Phase 1/2 Glioblastoma Multiforme Study Underway

Andrew Black
Published Online: Thursday, Feb 16, 2017
Biopharmaceutical company Berg has initiated their Phase 1/2 trial for BPM 31510-IV, a potential treatment of Glioblastoma Multiforme (GBM).
The trial is an open-label, non-randomized clinical trial that is designed to evaluate the safety and tolerability of BPM 31510-IV in patients with GBM that has recurred on a bevacizumab-containing regimen.
Patients will receive BPM 31510 injectable nanosuspension IV over 72 hours twice weekly. Courses repeat every 28 days in the absence of disease progression or unacceptable toxicity.
The trial will take place at the Stanford University School of Medicine. It is currently enrolling patients, to find out more information or to enroll, visit
BPM 31510-IV is designed to slow or stop cancer cell growth by reversing the compromised metabolism of cancer cells.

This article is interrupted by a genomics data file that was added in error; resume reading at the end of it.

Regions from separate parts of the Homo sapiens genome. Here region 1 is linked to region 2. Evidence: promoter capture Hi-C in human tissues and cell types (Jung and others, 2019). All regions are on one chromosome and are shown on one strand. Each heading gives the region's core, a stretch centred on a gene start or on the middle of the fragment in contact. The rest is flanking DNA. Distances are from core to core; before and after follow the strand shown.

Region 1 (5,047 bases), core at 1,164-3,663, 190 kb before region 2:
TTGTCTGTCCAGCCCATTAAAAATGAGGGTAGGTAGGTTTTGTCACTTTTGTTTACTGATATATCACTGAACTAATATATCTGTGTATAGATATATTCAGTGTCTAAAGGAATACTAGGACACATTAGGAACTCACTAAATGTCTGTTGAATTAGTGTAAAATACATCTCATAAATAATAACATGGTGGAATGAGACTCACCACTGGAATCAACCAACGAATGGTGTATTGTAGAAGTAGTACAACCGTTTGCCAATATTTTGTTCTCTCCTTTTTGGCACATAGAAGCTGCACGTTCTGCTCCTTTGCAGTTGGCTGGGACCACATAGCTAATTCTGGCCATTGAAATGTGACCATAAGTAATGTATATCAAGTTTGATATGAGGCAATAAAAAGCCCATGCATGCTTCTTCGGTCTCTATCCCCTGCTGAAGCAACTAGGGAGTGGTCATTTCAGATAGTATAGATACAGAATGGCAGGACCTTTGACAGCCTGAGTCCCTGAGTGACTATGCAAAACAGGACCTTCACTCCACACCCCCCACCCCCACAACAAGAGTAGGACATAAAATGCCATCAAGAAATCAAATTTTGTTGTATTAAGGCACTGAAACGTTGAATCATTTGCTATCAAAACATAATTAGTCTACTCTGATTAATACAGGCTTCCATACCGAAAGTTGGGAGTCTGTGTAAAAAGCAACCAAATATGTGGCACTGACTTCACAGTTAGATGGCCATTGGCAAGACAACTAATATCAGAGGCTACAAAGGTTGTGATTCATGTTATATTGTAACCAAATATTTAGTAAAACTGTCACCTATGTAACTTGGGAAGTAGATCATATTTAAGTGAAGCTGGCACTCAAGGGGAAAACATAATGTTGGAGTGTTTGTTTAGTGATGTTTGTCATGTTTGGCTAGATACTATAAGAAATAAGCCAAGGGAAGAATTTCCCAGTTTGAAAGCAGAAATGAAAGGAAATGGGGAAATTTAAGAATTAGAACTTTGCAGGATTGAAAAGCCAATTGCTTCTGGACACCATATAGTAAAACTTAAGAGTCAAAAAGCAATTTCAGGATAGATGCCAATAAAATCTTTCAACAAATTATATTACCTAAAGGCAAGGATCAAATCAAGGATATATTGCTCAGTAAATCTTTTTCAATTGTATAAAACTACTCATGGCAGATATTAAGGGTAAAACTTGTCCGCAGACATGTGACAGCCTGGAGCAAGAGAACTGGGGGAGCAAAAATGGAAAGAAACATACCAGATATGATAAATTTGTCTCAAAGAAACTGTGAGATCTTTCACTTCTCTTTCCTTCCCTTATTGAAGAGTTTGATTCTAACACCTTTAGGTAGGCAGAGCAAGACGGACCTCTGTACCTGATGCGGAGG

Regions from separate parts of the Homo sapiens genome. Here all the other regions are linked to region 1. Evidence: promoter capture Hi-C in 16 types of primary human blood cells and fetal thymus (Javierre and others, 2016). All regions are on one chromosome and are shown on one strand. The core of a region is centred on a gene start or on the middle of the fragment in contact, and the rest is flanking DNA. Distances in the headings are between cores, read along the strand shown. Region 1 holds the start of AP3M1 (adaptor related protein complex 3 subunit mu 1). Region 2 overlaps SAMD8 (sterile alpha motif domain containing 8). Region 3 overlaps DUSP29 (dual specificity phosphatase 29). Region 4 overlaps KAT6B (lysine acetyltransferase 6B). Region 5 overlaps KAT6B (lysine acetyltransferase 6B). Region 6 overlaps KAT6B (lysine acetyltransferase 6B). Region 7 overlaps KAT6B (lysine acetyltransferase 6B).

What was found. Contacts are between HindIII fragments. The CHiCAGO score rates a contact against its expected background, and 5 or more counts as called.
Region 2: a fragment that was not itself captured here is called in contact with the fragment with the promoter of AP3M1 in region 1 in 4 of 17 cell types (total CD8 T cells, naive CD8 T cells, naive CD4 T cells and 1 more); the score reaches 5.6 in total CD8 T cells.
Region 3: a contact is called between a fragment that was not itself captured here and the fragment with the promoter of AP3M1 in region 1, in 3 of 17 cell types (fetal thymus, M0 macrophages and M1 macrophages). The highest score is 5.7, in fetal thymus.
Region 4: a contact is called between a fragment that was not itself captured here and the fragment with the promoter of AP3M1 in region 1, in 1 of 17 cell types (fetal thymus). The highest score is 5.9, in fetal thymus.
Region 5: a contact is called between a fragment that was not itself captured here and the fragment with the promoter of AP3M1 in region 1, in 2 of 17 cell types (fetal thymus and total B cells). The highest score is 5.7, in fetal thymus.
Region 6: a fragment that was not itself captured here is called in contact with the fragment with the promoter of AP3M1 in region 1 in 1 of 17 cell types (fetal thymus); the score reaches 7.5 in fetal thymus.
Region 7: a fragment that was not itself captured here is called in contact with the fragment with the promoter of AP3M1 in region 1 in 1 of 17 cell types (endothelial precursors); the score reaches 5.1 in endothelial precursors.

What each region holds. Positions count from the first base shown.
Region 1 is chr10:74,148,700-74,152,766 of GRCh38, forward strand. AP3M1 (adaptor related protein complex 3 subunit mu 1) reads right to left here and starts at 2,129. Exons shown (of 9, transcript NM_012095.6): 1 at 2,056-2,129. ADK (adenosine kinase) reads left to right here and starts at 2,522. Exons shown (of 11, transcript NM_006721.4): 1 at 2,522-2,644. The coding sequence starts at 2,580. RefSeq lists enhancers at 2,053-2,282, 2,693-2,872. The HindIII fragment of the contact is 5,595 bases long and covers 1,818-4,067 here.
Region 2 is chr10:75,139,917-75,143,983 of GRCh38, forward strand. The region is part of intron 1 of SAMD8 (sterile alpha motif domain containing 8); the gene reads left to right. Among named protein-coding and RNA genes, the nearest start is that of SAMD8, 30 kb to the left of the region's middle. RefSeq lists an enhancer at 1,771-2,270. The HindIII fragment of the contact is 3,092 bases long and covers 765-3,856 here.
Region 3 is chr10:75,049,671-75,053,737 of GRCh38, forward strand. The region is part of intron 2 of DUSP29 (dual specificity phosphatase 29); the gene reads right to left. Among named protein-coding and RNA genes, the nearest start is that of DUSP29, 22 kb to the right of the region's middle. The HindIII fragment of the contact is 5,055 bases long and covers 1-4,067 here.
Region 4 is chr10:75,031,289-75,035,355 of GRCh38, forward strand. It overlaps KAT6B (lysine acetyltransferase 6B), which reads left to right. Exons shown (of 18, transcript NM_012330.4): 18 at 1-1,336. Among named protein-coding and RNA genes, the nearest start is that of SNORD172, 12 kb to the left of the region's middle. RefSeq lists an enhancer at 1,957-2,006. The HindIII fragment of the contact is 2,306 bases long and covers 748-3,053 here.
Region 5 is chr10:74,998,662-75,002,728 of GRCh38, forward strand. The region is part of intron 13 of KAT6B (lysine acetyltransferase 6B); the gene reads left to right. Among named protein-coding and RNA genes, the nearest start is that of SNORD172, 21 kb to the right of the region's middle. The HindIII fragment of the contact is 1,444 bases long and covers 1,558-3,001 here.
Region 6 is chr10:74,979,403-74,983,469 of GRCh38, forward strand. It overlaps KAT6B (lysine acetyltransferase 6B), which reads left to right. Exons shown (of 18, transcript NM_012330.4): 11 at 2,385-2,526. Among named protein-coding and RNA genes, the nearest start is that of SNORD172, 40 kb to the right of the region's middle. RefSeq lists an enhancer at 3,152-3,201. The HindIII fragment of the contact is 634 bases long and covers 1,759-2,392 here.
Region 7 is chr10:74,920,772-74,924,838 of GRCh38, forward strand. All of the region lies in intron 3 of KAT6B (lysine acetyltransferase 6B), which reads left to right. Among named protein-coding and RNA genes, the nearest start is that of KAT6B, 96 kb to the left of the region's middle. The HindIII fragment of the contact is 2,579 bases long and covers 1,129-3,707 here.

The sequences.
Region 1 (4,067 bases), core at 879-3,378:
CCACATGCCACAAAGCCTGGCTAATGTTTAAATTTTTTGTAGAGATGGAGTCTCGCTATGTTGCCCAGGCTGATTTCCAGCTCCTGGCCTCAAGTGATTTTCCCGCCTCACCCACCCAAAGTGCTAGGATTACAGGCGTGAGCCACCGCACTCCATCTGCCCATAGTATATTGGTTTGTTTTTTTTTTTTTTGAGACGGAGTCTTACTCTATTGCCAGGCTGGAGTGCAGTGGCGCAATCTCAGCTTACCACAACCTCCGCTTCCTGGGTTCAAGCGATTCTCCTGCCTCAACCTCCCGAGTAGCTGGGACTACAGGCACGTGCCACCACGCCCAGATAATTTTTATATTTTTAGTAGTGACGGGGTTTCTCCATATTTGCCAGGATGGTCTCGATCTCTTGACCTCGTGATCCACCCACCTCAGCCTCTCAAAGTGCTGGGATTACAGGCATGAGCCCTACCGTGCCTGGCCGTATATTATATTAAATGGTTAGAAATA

It is also in a Phase 2 clinical trial for advanced pancreatic cancer.

About Glioblastoma Multiforme

Glioblastoma multiforme (GBM) is a rare but very aggressive form of brain cancer. Glioblastomas can be classified as primary or secondary. Primary glioblastoma tends to occur in older adults (> 50 years) and appear quite suddenly (less than 3 months from initial symptoms to diagnosis). Secondary glioblastoma is less common and occurs in younger patients (< 45 y). These tumors can be present for years before symptoms appear.
Standard therapy for glioblastoma consists of surgical resection, radiation therapy, and chemotherapy. Patients treated with this standard therapy tend to survive for approximately 12 months. Without treatment, survival is about 3 months.

Latest Articles
Dr Michael Davidson of the University of Chicago School of Medicine discusses why a proper diagnosis is so valuable to FCS patients.
CRPS is often difficult to diagnose and in Jones’ case, that was also true. His symptoms appeared suddenly while playing high school football.
At the 2017 NLA Sessions, Rare Disease Report sat with dietician Wahida Karmally from Columbia University to discuss the necessary diet for FCS patients.
Michael Weschler, MD presents data at the 2017 American Thoracic Society Conference that shows the FDA-approved mepolizumab helps in the treatment of EGPA.
$vacMongoViewPlus$ $vAR$